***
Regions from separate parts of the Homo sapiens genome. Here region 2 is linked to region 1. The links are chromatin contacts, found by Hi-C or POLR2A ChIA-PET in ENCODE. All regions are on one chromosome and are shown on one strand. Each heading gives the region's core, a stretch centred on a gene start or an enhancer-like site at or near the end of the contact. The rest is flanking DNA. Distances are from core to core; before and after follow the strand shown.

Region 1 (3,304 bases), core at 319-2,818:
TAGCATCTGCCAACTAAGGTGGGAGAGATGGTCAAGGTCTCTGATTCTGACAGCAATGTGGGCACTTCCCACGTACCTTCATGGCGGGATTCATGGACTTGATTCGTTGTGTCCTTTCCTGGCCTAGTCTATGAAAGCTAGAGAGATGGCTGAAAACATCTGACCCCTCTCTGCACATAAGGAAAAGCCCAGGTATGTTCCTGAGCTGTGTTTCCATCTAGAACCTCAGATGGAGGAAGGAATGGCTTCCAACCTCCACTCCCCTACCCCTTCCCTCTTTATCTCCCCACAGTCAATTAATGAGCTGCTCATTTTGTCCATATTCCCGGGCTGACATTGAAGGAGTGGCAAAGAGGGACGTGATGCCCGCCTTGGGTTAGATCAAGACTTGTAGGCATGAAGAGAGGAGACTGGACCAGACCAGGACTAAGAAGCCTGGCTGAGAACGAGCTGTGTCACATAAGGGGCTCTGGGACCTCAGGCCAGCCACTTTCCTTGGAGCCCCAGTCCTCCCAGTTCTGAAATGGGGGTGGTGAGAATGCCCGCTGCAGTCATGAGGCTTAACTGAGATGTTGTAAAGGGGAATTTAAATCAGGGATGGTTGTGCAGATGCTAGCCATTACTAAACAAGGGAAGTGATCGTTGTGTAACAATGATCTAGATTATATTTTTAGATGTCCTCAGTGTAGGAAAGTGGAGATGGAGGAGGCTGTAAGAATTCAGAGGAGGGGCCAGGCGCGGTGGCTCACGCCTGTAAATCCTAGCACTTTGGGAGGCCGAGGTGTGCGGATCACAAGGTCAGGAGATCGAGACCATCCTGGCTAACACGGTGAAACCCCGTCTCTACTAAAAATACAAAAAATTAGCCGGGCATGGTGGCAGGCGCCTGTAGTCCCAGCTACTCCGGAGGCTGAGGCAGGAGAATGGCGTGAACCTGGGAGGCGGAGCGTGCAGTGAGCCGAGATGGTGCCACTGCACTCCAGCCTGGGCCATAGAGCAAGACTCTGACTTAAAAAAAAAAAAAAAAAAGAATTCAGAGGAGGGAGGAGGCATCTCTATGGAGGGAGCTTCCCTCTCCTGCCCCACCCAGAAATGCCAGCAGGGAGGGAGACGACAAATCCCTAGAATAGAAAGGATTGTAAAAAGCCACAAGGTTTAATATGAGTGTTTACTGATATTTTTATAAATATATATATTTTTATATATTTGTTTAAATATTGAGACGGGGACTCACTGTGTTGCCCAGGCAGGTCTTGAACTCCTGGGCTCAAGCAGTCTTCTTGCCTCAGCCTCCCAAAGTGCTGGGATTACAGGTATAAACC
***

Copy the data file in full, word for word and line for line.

Regions from separate parts of the Homo sapiens genome. Here region 2 is linked to region 1. The links are chromatin contacts, found by Hi-C or POLR2A ChIA-PET in ENCODE. All regions are on one chromosome and are shown on one strand. Each heading gives the region's core, a stretch centred on a gene start or an enhancer-like site at or near the end of the contact. The rest is flanking DNA. Distances are from core to core; before and after follow the strand shown.

Region 1 (3,304 bases), core at 319-2,818:
TAGCATCTGCCAACTAAGGTGGGAGAGATGGTCAAGGTCTCTGATTCTGACAGCAATGTGGGCACTTCCCACGTACCTTCATGGCGGGATTCATGGACTTGATTCGTTGTGTCCTTTCCTGGCCTAGTCTATGAAAGCTAGAGAGATGGCTGAAAACATCTGACCCCTCTCTGCACATAAGGAAAAGCCCAGGTATGTTCCTGAGCTGTGTTTCCATCTAGAACCTCAGATGGAGGAAGGAATGGCTTCCAACCTCCACTCCCCTACCCCTTCCCTCTTTATCTCCCCACAGTCAATTAATGAGCTGCTCATTTTGTCCATATTCCCGGGCTGACATTGAAGGAGTGGCAAAGAGGGACGTGATGCCCGCCTTGGGTTAGATCAAGACTTGTAGGCATGAAGAGAGGAGACTGGACCAGACCAGGACTAAGAAGCCTGGCTGAGAACGAGCTGTGTCACATAAGGGGCTCTGGGACCTCAGGCCAGCCACTTTCCTTGGAGCCCCAGTCCTCCCAGTTCTGAAATGGGGGTGGTGAGAATGCCCGCTGCAGTCATGAGGCTTAACTGAGATGTTGTAAAGGGGAATTTAAATCAGGGATGGTTGTGCAGATGCTAGCCATTACTAAACAAGGGAAGTGATCGTTGTGTAACAATGATCTAGATTATATTTTTAGATGTCCTCAGTGTAGGAAAGTGGAGATGGAGGAGGCTGTAAGAATTCAGAGGAGGGGCCAGGCGCGGTGGCTCACGCCTGTAAATCCTAGCACTTTGGGAGGCCGAGGTGTGCGGATCACAAGGTCAGGAGATCGAGACCATCCTGGCTAACACGGTGAAACCCCGTCTCTACTAAAAATACAAAAAATTAGCCGGGCATGGTGGCAGGCGCCTGTAGTCCCAGCTACTCCGGAGGCTGAGGCAGGAGAATGGCGTGAACCTGGGAGGCGGAGCGTGCAGTGAGCCGAGATGGTGCCACTGCACTCCAGCCTGGGCCATAGAGCAAGACTCTGACTTAAAAAAAAAAAAAAAAAAGAATTCAGAGGAGGGAGGAGGCATCTCTATGGAGGGAGCTTCCCTCTCCTGCCCCACCCAGAAATGCCAGCAGGGAGGGAGACGACAAATCCCTAGAATAGAAAGGATTGTAAAAAGCCACAAGGTTTAATATGAGTGTTTACTGATATTTTTATAAATATATATATTTTTATATATTTGTTTAAATATTGAGACGGGGACTCACTGTGTTGCCCAGGCAGGTCTTGAACTCCTGGGCTCAAGCAGTCTTCTTGCCTCAGCCTCCCAAAGTGCTGGGATTACAGGTATAAACC